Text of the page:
A communications protocol should be put in place and circulated to all investigators and stakeholders in the investigation to ensure that the investigation remains confidential and to ensure that parties follow the necessary processes in order to maintain privilege in the investigation. It is important that all involved in the investigation are mindful of the need to avoid creating unhelpful and potentially inaccurate documents that you are later obliged to disclose to regulators, authorities or parties to a claim. The protocol should remind employees and stakeholders of the limits and requirements of privilege doctrine when creating documents and communicating in writing, including by email, text, and instant messaging services. All privileged communications should be clearly labelled and not circulated outside the defined investigation group, which should be defined in the investigation’s ToR’s and should include legal advisors.

Disclosures and remediation

The disclosure of findings following an investigation and carrying out remedial steps can be one of the more challenging phases of the investigative process. Corporate investigators may be making findings or recommendations against fellow employees, and this can have a significant impact on all those involved.

Investigations policies should define the processes to be followed at the conclusion of an investigation, the key stakeholders, their roles and responsibilities and enable any investigations program to evolve and improve. Important considerations include:

  • Defining roles of the key stakeholders such as investigators and lead investigators, investigation supervisors, subject employees, findings decision makers and those responsible for managing third party disclosures. Consider whether investigators can draw conclusions, make recommendations or whether they are limited to fact finding. Consideration may be given to defining and publishing these role profiles within organisational policies and procedures to ensure clarity and transparency.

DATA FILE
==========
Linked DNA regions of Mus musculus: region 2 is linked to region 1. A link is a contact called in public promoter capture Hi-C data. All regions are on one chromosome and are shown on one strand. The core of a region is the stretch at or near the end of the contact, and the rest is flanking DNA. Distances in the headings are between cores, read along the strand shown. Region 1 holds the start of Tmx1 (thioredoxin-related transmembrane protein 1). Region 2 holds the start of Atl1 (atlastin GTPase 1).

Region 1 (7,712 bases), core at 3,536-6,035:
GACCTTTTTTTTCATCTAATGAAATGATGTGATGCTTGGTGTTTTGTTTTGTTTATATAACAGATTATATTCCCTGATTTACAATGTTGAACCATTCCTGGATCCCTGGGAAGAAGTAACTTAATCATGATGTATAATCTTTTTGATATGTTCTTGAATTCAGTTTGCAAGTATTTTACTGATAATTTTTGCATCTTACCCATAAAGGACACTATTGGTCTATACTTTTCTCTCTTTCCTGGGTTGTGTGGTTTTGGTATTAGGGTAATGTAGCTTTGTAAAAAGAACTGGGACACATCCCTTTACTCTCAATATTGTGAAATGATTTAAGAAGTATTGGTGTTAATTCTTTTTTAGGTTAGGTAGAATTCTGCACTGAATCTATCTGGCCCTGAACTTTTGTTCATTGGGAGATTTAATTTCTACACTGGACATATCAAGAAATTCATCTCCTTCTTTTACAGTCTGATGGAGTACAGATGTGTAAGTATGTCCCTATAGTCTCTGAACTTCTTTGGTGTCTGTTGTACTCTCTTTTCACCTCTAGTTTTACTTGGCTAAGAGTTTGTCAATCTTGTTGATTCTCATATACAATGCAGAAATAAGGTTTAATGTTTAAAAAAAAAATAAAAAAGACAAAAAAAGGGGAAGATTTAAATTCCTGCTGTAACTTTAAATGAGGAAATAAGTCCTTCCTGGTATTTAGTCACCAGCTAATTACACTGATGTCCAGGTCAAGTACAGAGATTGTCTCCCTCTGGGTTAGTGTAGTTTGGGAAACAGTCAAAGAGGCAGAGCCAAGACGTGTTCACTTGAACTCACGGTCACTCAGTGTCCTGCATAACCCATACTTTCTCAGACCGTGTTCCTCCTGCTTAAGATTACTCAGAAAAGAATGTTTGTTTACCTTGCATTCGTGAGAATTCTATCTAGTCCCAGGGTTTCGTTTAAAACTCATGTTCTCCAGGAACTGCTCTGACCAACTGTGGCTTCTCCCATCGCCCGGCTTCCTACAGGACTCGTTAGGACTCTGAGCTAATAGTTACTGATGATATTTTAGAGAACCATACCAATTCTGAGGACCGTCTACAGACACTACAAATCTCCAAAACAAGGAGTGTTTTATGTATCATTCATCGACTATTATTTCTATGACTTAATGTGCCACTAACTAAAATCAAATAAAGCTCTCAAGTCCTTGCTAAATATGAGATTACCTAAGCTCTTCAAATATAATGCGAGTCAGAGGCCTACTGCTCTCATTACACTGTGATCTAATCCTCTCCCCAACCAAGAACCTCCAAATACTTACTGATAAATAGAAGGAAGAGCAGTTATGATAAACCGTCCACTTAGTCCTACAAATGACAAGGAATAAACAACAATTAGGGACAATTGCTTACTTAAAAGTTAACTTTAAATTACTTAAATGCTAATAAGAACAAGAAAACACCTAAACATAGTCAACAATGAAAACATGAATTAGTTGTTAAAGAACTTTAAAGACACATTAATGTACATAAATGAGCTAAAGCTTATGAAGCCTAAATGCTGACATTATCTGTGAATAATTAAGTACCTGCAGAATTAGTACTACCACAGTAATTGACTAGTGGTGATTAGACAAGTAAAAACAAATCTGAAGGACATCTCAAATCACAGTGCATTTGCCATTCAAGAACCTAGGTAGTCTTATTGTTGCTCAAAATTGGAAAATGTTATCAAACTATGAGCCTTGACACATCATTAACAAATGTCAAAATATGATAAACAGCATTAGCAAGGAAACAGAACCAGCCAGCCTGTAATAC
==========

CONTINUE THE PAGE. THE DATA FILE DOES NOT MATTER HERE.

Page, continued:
• Policies should set out the range of disciplinary sanctions appropriate at the conclusion of any investigation and the process by which recommendations can be made fairly and consistently. This should be in line with any employee codes of conduct and disciplinary policies. Similarly, there must be a defined procedure for identifying potential process and policy improvements identified during an investigation. Root cause analysis is best practice for any large organisation and corporate investigations policies should set out how such analysis is captured and acted upon. As with role profiles, consideration may be given to defining and publishing the potential range of outcomes to ensure transparency and consistency.
  • A clearly defined process for the management of external referrals to law enforcement agencies and regulatory bodies. This process should include timely consultation with relevant governance stakeholders such as legal and compliance. This can include methods for making complaints of criminal behaviour on behalf of the organisation, responding to law enforcement requests and making voluntary or mandatory reports of potential breaches of the law, such as the UK Bribery Act and US Foreign Corrupt Practices Act, or the Fraud Act 2006. Consideration should also be given to whether reporting should be done on an interim basis before the investigation is concluded. In some jurisdictions, credit will be given for early self-reporting
  • Consideration should also be given to whether any disclosures should be made to the organisation’s insurers. As above, it may be necessary to provide insurers with an update at the outset of an investigation and with interim updates.
  • Complaints and feedback: Consideration should be given to implementing a process by which those who are involved in an investigation, including subjects, can provide good faith feedback about how it was conducted. This fosters belief in the investigations process and can help teams reflect and improve.

Legally reviewed by Andrew Reeves (Norton Rose Fulbright).


[2] Published by the Council of the Inspectors General on Integrity and Efficiency

[3] 2nd Edition, published by the Conference of International Investigators

[4] FCA.

[5] FCA

Unlock unlimited access to all Global Investigations Review content